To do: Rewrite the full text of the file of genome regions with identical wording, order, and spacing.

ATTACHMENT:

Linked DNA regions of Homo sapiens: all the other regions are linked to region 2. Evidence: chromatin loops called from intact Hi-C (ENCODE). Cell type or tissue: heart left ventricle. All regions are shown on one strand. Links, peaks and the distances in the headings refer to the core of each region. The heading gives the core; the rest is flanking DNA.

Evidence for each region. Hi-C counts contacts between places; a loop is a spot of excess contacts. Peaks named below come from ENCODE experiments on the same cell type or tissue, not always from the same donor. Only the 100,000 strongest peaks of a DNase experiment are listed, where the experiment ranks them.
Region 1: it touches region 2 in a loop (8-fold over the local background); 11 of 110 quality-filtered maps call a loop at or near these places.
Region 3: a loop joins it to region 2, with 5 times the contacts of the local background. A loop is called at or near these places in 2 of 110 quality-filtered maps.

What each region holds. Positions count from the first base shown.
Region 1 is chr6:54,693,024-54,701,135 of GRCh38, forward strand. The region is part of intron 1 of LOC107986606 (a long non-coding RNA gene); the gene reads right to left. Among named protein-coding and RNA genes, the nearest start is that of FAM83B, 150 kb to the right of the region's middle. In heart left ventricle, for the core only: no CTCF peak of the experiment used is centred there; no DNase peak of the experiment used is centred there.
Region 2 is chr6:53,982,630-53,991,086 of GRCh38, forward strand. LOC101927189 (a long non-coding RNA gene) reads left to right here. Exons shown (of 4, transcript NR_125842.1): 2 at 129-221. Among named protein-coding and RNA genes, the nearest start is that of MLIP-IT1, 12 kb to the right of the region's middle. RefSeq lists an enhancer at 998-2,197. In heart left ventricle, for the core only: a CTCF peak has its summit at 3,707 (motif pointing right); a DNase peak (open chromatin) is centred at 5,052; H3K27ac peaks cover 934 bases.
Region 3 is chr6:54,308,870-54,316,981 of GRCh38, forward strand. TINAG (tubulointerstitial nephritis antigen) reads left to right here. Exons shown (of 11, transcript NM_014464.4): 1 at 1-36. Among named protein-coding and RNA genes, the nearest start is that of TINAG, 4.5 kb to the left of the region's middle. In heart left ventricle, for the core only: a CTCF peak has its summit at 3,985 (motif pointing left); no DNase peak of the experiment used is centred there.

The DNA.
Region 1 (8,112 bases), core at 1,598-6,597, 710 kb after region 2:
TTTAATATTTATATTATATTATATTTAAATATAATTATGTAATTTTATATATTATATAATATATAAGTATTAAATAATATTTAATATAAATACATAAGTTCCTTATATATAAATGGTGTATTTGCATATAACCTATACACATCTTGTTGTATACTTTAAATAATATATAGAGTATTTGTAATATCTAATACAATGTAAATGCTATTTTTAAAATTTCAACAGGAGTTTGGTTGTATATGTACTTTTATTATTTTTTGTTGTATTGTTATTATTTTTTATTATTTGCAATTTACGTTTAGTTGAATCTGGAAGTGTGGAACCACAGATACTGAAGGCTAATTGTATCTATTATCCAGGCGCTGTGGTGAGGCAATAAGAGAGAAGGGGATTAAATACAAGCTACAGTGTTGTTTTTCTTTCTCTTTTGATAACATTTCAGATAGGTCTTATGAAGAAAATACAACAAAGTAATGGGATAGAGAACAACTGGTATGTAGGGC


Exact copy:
Linked DNA regions of Homo sapiens: all the other regions are linked to region 2. Evidence: chromatin loops called from intact Hi-C (ENCODE). Cell type or tissue: heart left ventricle. All regions are shown on one strand. Links, peaks and the distances in the headings refer to the core of each region. The heading gives the core; the rest is flanking DNA.

Evidence for each region. Hi-C counts contacts between places; a loop is a spot of excess contacts. Peaks named below come from ENCODE experiments on the same cell type or tissue, not always from the same donor. Only the 100,000 strongest peaks of a DNase experiment are listed, where the experiment ranks them.
Region 1: it touches region 2 in a loop (8-fold over the local background); 11 of 110 quality-filtered maps call a loop at or near these places.
Region 3: a loop joins it to region 2, with 5 times the contacts of the local background. A loop is called at or near these places in 2 of 110 quality-filtered maps.

What each region holds. Positions count from the first base shown.
Region 1 is chr6:54,693,024-54,701,135 of GRCh38, forward strand. The region is part of intron 1 of LOC107986606 (a long non-coding RNA gene); the gene reads right to left. Among named protein-coding and RNA genes, the nearest start is that of FAM83B, 150 kb to the right of the region's middle. In heart left ventricle, for the core only: no CTCF peak of the experiment used is centred there; no DNase peak of the experiment used is centred there.
Region 2 is chr6:53,982,630-53,991,086 of GRCh38, forward strand. LOC101927189 (a long non-coding RNA gene) reads left to right here. Exons shown (of 4, transcript NR_125842.1): 2 at 129-221. Among named protein-coding and RNA genes, the nearest start is that of MLIP-IT1, 12 kb to the right of the region's middle. RefSeq lists an enhancer at 998-2,197. In heart left ventricle, for the core only: a CTCF peak has its summit at 3,707 (motif pointing right); a DNase peak (open chromatin) is centred at 5,052; H3K27ac peaks cover 934 bases.
Region 3 is chr6:54,308,870-54,316,981 of GRCh38, forward strand. TINAG (tubulointerstitial nephritis antigen) reads left to right here. Exons shown (of 11, transcript NM_014464.4): 1 at 1-36. Among named protein-coding and RNA genes, the nearest start is that of TINAG, 4.5 kb to the left of the region's middle. In heart left ventricle, for the core only: a CTCF peak has its summit at 3,985 (motif pointing left); no DNase peak of the experiment used is centred there.

The DNA.
Region 1 (8,112 bases), core at 1,598-6,597, 710 kb after region 2:
TTTAATATTTATATTATATTATATTTAAATATAATTATGTAATTTTATATATTATATAATATATAAGTATTAAATAATATTTAATATAAATACATAAGTTCCTTATATATAAATGGTGTATTTGCATATAACCTATACACATCTTGTTGTATACTTTAAATAATATATAGAGTATTTGTAATATCTAATACAATGTAAATGCTATTTTTAAAATTTCAACAGGAGTTTGGTTGTATATGTACTTTTATTATTTTTTGTTGTATTGTTATTATTTTTTATTATTTGCAATTTACGTTTAGTTGAATCTGGAAGTGTGGAACCACAGATACTGAAGGCTAATTGTATCTATTATCCAGGCGCTGTGGTGAGGCAATAAGAGAGAAGGGGATTAAATACAAGCTACAGTGTTGTTTTTCTTTCTCTTTTGATAACATTTCAGATAGGTCTTATGAAGAAAATACAACAAAGTAATGGGATAGAGAACAACTGGTATGTAGGGC